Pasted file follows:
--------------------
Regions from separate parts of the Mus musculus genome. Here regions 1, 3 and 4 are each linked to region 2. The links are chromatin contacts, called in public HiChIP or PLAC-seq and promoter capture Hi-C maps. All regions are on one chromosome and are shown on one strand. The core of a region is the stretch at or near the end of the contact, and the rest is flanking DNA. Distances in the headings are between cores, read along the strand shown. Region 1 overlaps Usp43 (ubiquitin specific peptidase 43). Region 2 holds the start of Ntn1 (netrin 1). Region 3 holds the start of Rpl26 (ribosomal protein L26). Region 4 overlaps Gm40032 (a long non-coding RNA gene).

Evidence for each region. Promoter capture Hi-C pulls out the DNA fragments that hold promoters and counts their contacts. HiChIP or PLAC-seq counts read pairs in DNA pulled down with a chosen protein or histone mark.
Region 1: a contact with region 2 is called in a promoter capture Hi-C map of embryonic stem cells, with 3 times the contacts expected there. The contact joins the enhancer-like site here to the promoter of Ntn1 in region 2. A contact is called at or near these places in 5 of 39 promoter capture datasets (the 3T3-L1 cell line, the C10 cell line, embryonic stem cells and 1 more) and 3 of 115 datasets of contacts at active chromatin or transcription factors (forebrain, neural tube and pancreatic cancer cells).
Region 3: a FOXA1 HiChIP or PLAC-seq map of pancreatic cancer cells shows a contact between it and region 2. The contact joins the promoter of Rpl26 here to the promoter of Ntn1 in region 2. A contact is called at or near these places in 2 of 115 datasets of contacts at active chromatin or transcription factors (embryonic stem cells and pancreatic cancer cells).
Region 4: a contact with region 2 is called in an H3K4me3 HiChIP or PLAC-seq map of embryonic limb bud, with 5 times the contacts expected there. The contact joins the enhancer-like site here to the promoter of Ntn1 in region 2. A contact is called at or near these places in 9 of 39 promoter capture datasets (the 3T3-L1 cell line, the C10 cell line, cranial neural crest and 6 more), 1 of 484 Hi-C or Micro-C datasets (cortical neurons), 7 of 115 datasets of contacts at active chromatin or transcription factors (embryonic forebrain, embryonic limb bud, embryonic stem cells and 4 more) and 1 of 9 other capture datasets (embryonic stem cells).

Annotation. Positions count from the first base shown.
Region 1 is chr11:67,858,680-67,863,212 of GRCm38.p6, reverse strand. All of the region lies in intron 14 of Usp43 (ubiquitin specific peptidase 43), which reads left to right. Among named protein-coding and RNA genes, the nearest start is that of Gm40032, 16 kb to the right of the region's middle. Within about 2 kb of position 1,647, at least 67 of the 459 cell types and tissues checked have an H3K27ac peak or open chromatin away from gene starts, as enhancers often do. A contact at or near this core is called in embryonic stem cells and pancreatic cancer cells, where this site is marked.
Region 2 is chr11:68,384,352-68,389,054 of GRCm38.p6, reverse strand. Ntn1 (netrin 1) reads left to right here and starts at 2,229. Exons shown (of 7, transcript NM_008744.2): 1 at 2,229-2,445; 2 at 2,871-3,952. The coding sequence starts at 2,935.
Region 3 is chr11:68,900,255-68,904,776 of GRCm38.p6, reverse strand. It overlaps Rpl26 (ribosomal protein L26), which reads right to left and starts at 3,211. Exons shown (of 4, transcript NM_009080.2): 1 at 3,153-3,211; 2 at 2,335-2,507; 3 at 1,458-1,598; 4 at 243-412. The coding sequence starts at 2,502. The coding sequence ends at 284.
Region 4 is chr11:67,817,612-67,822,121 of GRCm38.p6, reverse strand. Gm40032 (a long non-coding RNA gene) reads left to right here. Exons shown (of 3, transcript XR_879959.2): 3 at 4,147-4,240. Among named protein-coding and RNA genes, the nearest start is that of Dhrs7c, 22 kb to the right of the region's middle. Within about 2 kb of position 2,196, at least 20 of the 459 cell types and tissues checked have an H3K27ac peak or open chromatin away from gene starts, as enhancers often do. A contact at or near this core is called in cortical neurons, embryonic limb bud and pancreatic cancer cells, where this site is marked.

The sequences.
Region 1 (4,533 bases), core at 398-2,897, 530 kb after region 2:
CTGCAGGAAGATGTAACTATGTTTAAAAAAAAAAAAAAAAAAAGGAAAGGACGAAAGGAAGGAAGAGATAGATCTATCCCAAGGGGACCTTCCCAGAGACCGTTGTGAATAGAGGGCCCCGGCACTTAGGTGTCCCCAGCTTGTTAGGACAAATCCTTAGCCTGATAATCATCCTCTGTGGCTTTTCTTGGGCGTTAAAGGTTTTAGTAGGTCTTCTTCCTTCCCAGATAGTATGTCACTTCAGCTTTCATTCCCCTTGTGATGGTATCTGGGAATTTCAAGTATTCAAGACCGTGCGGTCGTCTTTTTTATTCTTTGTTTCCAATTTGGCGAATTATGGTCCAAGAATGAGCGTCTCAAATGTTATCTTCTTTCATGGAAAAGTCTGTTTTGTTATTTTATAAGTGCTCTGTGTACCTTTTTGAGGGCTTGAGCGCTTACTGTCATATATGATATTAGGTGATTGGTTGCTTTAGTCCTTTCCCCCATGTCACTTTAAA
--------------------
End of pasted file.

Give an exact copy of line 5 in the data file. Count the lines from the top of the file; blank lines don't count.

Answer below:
Region 4: a contact with region 2 is called in an H3K4me3 HiChIP or PLAC-seq map of embryonic limb bud, with 5 times the contacts expected there. The contact joins the enhancer-like site here to the promoter of Ntn1 in region 2. A contact is called at or near these places in 9 of 39 promoter capture datasets (the 3T3-L1 cell line, the C10 cell line, cranial neural crest and 6 more), 1 of 484 Hi-C or Micro-C datasets (cortical neurons), 7 of 115 datasets of contacts at active chromatin or transcription factors (embryonic forebrain, embryonic limb bud, embryonic stem cells and 4 more) and 1 of 9 other capture datasets (embryonic stem cells).